The Arlington Education Foundation (AEF) has completed its spring grants cycle and has awarded a total of $17,540 in two grant categories, Innovations in Education and the Continuing Scholar Award.
“The grants we awarded this spring highlight the compassion and depth of learning in our schools. Whether building cultural competence or finding innovative ways to demonstrate math, psychology and art concepts, we are proud to support these creative programs,” Amy Speare, AEF president, said in a May 25 news release.
Innovations in Education grants support innovative teaching and learning in classrooms throughout the district. This spring there were five such grants awarded:
Discovering Our Voices with Literature Circles: Gibbs School literature circles will encourage self-directed learning, collaboration, responsibility, and respectful discussion.
Integrating Dialectical-Behavioral Therapy: High School Summit program staff will be trained to use dialectical-behavioral therapy (DBT) to teach students how to cope with daily stressors.
Fun & Games with Math: Gibbs School classroom math games will supplement traditional academic learning.
Building a Multicultural Library: The High School Millbrook Program library will be supplemented with texts that reflect students’ demographics and identities.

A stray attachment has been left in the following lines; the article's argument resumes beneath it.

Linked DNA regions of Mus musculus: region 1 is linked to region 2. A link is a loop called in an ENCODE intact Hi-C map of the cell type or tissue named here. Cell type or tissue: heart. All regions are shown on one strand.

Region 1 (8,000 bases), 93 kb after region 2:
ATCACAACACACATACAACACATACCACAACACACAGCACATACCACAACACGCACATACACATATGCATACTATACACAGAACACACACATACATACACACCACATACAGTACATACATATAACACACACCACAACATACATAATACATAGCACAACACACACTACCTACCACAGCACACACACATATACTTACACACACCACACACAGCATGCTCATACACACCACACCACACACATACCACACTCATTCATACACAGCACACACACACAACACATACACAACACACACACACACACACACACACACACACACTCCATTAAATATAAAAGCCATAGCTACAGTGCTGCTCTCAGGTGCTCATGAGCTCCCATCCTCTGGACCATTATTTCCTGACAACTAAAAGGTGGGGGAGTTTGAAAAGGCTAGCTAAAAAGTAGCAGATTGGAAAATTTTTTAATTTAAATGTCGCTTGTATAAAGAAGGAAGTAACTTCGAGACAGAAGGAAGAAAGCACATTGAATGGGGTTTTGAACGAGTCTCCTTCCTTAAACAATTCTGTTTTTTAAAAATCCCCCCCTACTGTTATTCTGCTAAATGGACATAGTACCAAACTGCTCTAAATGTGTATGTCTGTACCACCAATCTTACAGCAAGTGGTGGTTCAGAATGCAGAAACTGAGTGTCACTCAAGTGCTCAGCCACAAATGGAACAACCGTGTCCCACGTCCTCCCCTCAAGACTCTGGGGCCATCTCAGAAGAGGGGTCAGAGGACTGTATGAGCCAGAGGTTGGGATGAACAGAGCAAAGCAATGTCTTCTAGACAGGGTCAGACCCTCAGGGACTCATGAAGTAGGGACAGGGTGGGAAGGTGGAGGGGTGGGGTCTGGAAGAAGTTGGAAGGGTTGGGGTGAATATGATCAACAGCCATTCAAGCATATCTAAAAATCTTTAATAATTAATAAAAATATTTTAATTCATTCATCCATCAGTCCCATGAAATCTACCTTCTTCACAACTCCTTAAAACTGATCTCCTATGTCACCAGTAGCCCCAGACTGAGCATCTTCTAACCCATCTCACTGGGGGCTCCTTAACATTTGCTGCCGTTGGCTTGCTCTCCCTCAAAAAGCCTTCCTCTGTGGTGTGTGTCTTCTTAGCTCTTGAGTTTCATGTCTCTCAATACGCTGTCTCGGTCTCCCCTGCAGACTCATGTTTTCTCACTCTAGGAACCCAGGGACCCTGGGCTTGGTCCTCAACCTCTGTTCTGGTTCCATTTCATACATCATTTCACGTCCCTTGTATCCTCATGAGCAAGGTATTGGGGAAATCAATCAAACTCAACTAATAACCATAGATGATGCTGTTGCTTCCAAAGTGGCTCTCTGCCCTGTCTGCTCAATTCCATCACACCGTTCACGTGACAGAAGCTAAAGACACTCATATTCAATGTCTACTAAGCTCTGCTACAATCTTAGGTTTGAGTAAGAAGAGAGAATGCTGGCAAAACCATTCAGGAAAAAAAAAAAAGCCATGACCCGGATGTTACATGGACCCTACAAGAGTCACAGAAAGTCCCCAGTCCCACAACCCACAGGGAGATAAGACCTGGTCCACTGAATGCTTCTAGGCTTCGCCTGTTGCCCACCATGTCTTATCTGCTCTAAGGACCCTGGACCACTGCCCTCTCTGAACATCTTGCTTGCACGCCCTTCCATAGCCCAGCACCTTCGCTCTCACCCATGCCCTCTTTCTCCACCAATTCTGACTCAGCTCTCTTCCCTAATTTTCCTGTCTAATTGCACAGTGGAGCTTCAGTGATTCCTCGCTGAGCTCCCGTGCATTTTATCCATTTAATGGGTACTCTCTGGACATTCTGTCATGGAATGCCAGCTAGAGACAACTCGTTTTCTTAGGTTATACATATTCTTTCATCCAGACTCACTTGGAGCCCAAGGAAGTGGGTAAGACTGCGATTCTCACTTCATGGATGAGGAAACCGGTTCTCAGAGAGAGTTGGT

Beautiful Brain -- AP Psychology Conference at MIT: High School AP Psychology students will participate in a full-day conference, expanding upon students’ knowledge about biological psychology and human behavior.
AEF also awarded three Continuing Scholar Awards to support individual teachers’
professional goals and personal interests. This spring’s recipients are:
Deborah Campagna, K-5 art teacher at Stratton and Thompson Schools, will participate in “Art
Retreat for Educators” at Snow Farm: The New England Craft Program.
Liz Farese, first-grade teacher at Dallin School, will attend the Ron Clark Academy educator training focused on classroom culture that leads to success for all.
Stacie Greenland, Visual Art specialist at Dallin and Hardy Schools, will further develop her personal and professional interest in Japanese art and culture by taking a Japanese Language and Culture Level 1 course at The Boston Language Institute.
The Arlington Education Foundation is committed to enhancing teaching and learning in all of Arlington’s public schools. Through charitable donations and business sponsorships, the foundation grants more than $100,000 annually. To learn more, visit www.aefma.org.
This news announcement was published Wednesday, May 30, 2018.